Contraption Calamities

I think the Contraption is trying to tell me something.

It all started because I started getting complacent.  Spurred on by trivial achievements easily accomplished by the average primary school pupil, such as Mounting With An Audience and Getting Over A Bridge Without Falling In The Water, I started to think I was Victoria bloody Pendleton.  I watched competent triathletes taking part in the London Triathlon and thought “actually that doesn’t look too bad”.  I went to the Ride London expo and tried on helmets worth more than my Contraption and pretended to know what an electronic shifting cog-buster (I forgot what it is actually called so I made something up) is and prodded expensive road bikes lovingly.  Facebook ads started showing me cycling jerseys and chain cleaning fluid (and, er, electric tricycles).  I even considered entering the Ride London ballot for next year.  Because not only am I a (rubbish) runner and a (sluggish) swimmer, I am now a (crap) cyclist too!


The first thing to go wrong was the gears.  Cruising across Tottenham Marshes, I tried to change up into Big 3 (another thing I do not know the proper name for.  I hope this post makes sense) but found the gear knob absolutely jammed.  In my attempt to unjam it, I turned it the other way, and took the Contraption into Big 1, which is the stupid little gear that you only need if you are cycling up vertical hills, which is something I am going to do precisely never.  On the flat in this gear your legs go round and round like a hamster in a wheel and yet you move so slowly that runners start overtaking you.  This was clearly not going to get me home any time soon, so I stopped to Google “jammed gears”.  The Internet told me that I needed to turn the Barrel Adjuster anticlockwise.  I did not know what a Barrel Adjuster was so I had to google that too, and I also wasn’t really sure which way was anticlockwise so I googled that for good measure.  I honestly wasn’t expecting anything to happen but when I tried to start the Contraption again there was a clunk and suddenly there I was in an appropriate gear.

Clearly I should have taken this as a warning that the Contraption was not happy and wanted this great lump off its back, but instead I thought to myself “woo hoo now I am such a good Cyclist that I can fix Contraptions on the go!”


The next thing to go (on my next ride) was the tyre.  The Contraption is usually quite comfortable to ride on uneven surfaces like the unmade path over Walthamstow Marshes, as it has fat wheels, suspension and a comfortable saddle.  At first I could not work out why this time did not seem as comfortable as usual.  In fact, I seemed to be juddering and losing speed and… Oh no.  As I ground to a halt, I could see that the back tyre was completely flat.  Now I may be able to turn a Barrel Adjuster anticlockwise but I haven’t a sodding clue how to change a tyre so the only option was to wheel the bastard bloody contraption four sodding kilometres to the nice people in Frankenbike who duly relieved me of fifteen quid and reinflated the Contraption.  (It is a curious feeling seeing your poor helpless bike cranked up on a stand being taken to pieces.  A bit like leaving your dog with the vet.)


And this wasn’t the end of it.  After finally getting back on Contraption and doing the U turn practice that I had set out to do (three hours previously), it was time to go home.  Except now it was getting dark and the path through the wetlands was closed, so my only routes home were the long way through the marshes (where my neighbour got mugged and had his bike stolen, breaking his leg in the process) or down the roads.  I chose the roads.  The few kilometres went fine, but then I turned into a residential back street.  I should know to avoid these streets.  You would think they are the safest place because everyone moves slowly, but in fact it is much safer to cycle on main roads where there is plenty of room and cars are quickly out of your way.  Halfway down said back street I became aware of a car very close to my rear end.  Assuming the driver was unimpressed by my snaily cycling and wanted to pass, I pulled into a gap between parked cars and cycled slowly to give him room to pass.  But the driver just pulled up alongside me and I realised, too late, that he actually wanted to park in the space.  Of course, now he was alongside me I didn’t have room to get out unless I turned at a right angle (not yet something in my skill set) or dragged the bike over the pavement and reboarded elsewhere.  You can see where we’re heading now, can’t you?  I hesitated a second too long, teetered, toppled, and crash, there I was sliding down an inconveniently placed tree, landing half on the pavement and half in the road, an ungainly pile of twigs, legs and bike.  I untangled myself and got myself to my feet as quickly as I could and scuttled off not knowing whether to feel angry with the driver (who didn’t even ask if I was okay) or with myself for daring to think that I was a competent cyclist who could be let loose on the roads.  I wheeled Contraption home, my face red with shame and my left arm gradually turning a delightful shade of aubergine.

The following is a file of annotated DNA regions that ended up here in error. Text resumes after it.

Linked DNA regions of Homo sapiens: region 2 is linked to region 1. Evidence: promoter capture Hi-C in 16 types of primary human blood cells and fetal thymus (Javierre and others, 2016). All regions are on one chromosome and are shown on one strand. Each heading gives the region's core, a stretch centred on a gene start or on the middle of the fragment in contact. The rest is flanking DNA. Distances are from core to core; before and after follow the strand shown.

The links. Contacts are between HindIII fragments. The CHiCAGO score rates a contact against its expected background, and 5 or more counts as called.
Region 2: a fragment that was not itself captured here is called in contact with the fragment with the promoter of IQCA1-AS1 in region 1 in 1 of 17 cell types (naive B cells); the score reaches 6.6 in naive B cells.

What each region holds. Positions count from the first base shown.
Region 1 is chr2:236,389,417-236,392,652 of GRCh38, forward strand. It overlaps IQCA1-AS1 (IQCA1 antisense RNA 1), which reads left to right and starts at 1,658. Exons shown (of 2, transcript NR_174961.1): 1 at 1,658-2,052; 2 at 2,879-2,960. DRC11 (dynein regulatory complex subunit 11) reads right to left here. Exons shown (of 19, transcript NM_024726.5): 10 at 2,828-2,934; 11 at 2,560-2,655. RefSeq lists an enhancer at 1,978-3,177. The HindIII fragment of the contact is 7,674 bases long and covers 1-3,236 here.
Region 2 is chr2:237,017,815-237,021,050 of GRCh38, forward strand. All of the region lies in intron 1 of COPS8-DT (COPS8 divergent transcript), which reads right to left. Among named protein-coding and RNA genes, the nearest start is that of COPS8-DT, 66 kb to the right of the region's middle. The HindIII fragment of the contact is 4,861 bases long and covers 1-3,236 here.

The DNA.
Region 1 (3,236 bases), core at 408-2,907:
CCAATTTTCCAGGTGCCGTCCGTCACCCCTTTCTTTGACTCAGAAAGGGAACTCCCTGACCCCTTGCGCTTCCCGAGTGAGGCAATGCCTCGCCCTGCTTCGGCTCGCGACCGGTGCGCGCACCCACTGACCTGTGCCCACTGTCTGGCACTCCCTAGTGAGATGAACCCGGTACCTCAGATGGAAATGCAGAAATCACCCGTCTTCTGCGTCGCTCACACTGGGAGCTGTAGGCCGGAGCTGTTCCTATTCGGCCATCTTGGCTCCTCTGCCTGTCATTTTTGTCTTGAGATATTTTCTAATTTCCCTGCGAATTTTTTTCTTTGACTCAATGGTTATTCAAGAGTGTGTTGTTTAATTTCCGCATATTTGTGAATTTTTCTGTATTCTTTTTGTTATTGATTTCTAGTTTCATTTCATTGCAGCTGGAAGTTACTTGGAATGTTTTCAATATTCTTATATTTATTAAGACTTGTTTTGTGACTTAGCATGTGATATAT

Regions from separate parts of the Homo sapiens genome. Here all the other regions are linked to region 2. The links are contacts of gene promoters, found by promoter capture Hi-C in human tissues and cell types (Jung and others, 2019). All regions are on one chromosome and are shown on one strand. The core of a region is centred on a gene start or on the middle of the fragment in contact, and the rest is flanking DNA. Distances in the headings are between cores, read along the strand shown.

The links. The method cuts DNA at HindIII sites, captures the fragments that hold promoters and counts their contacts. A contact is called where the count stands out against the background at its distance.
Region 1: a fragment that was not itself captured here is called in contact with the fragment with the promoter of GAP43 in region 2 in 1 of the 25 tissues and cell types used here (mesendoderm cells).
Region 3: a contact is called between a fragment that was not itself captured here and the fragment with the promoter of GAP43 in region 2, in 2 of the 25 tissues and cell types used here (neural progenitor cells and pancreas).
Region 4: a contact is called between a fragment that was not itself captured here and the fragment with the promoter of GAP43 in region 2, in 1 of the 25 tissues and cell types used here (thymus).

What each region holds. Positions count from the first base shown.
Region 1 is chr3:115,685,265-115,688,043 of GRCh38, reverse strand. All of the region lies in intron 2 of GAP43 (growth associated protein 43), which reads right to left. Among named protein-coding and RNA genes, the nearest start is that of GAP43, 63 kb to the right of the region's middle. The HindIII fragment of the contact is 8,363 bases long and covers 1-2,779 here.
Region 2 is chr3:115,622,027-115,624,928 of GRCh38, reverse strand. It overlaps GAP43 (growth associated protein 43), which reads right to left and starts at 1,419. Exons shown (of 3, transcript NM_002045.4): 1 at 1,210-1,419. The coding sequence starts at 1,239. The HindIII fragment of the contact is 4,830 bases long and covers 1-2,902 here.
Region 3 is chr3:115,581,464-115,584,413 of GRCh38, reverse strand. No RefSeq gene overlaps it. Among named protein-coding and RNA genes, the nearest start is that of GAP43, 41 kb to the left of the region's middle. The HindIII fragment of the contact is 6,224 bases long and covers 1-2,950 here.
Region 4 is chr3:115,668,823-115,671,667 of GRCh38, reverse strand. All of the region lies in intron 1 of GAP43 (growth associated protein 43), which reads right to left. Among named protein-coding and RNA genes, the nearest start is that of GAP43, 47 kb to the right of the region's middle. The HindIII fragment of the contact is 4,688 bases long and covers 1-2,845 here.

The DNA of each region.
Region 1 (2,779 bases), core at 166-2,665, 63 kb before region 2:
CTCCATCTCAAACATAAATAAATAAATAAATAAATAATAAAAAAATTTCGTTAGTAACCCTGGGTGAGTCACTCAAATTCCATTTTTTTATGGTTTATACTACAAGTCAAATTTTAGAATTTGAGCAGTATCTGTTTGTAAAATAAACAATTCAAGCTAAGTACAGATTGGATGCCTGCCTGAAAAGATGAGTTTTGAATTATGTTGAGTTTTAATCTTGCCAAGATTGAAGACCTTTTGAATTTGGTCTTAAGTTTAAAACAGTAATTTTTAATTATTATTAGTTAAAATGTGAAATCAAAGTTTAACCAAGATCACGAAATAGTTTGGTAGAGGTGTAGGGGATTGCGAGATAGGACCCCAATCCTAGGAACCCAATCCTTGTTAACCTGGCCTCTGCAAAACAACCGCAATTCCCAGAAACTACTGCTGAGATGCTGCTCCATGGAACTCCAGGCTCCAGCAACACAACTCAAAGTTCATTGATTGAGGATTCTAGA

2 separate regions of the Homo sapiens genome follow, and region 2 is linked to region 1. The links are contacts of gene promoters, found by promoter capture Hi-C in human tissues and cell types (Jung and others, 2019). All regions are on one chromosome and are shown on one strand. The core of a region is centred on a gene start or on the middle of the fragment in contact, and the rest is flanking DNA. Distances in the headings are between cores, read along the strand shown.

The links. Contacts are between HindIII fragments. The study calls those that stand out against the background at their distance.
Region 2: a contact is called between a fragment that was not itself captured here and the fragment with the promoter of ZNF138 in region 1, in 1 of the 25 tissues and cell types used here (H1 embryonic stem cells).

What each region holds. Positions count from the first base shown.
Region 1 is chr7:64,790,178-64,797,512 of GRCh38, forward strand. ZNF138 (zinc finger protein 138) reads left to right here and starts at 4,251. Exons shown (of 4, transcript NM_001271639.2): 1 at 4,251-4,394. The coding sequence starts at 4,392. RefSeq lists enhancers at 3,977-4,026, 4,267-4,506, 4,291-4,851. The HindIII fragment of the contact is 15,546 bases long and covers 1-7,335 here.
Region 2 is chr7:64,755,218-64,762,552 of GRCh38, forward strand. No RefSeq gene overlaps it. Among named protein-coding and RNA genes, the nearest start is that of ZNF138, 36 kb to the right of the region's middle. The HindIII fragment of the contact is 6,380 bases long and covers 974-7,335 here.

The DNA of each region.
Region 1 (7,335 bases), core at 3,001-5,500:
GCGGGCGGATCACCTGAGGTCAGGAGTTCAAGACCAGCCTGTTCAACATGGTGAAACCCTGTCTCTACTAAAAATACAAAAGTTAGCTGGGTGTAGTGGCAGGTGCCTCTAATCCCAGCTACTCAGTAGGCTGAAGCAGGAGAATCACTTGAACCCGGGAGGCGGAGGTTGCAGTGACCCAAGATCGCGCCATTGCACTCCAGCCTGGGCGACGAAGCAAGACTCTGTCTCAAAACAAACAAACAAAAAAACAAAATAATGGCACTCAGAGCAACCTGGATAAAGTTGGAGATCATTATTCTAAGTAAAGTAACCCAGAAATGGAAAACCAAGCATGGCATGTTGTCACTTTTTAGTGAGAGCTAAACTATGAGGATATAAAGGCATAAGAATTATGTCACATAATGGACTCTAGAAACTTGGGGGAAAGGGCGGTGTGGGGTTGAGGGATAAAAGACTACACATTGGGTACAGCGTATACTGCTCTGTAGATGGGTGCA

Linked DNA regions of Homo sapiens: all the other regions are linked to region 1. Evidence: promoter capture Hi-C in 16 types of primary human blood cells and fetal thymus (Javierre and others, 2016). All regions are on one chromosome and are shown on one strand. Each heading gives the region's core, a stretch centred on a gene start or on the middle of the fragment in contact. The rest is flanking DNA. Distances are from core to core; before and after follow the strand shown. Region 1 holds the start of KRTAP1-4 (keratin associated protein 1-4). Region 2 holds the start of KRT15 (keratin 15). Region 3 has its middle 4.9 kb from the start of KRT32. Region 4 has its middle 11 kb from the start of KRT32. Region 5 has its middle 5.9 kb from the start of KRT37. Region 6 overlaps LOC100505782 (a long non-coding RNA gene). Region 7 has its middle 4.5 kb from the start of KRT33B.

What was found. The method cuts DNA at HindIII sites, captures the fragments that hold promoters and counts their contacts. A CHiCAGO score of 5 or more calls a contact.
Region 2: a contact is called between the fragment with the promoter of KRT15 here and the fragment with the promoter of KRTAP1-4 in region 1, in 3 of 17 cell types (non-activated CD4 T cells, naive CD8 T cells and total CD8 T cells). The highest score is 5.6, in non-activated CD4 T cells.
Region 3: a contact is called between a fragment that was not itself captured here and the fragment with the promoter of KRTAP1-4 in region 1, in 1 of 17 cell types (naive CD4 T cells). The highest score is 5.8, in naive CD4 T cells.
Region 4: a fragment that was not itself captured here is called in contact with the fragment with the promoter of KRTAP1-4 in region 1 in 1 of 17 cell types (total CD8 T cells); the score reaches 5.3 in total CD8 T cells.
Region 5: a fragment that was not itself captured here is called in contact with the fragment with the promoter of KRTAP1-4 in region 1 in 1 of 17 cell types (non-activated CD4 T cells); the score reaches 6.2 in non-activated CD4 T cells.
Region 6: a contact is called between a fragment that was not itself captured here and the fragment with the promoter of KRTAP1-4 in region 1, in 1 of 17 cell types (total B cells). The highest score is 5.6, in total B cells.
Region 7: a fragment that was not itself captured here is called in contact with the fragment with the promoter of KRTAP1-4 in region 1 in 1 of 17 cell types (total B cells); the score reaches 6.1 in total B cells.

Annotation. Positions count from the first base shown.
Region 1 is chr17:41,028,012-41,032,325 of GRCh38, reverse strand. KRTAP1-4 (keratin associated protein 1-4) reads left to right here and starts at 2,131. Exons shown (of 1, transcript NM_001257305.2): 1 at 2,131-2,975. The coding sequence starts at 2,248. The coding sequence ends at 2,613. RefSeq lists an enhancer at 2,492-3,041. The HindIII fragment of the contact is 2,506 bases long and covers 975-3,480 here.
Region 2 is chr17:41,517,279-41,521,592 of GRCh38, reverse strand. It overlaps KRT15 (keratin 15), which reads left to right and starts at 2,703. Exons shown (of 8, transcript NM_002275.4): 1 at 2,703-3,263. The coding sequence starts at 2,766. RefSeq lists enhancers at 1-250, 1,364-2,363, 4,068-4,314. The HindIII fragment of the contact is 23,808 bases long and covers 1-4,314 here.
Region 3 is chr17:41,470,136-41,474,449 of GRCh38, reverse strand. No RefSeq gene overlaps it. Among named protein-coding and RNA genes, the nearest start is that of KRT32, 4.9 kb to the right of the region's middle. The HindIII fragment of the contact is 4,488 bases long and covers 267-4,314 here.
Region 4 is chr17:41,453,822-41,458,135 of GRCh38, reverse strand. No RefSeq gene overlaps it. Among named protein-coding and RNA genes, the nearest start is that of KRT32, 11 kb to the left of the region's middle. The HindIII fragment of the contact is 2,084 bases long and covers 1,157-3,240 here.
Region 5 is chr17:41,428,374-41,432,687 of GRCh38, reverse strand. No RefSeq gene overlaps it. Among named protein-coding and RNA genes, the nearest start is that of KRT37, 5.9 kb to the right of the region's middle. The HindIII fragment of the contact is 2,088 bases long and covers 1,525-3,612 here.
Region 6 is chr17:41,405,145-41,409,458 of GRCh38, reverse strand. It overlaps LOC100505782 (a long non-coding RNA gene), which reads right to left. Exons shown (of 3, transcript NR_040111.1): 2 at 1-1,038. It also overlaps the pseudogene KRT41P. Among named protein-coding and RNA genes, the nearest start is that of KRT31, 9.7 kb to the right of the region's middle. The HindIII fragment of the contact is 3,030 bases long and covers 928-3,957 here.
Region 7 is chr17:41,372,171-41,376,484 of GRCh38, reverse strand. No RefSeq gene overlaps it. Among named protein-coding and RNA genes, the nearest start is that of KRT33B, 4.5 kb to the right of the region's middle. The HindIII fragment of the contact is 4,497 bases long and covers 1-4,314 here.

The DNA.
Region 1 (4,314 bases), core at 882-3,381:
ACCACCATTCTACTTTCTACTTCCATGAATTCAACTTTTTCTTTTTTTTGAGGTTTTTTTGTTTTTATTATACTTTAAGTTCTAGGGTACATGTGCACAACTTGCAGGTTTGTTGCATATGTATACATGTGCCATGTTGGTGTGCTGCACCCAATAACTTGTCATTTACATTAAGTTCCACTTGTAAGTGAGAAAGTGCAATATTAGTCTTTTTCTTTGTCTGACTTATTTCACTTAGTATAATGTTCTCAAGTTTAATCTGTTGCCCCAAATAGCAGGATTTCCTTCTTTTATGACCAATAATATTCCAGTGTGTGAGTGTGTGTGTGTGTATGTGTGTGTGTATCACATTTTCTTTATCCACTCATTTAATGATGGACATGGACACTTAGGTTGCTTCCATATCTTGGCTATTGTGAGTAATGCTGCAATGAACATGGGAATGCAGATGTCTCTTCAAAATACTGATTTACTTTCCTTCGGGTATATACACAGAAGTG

And now it is four days until the triathlon and this is the last time I rode my bike.

Finally – I can’t believe that when I wrote my list of Trianoia fears the other day, I forgot to include the most obvious and pervasive fear of all.  Weather.  My old nemesis.  This too has come back to bite me as all six of my weather apps are now predicting gale force winds and a splattering of rain for Saturday morning.  I fear the inevitable conclusion of this triathlon farce is that I will be blown clear off my bike and be swept out to sea and never be seen again until my battered body is washed ashore near the Birling Gap being nibbled by sharks and box jellyfish.

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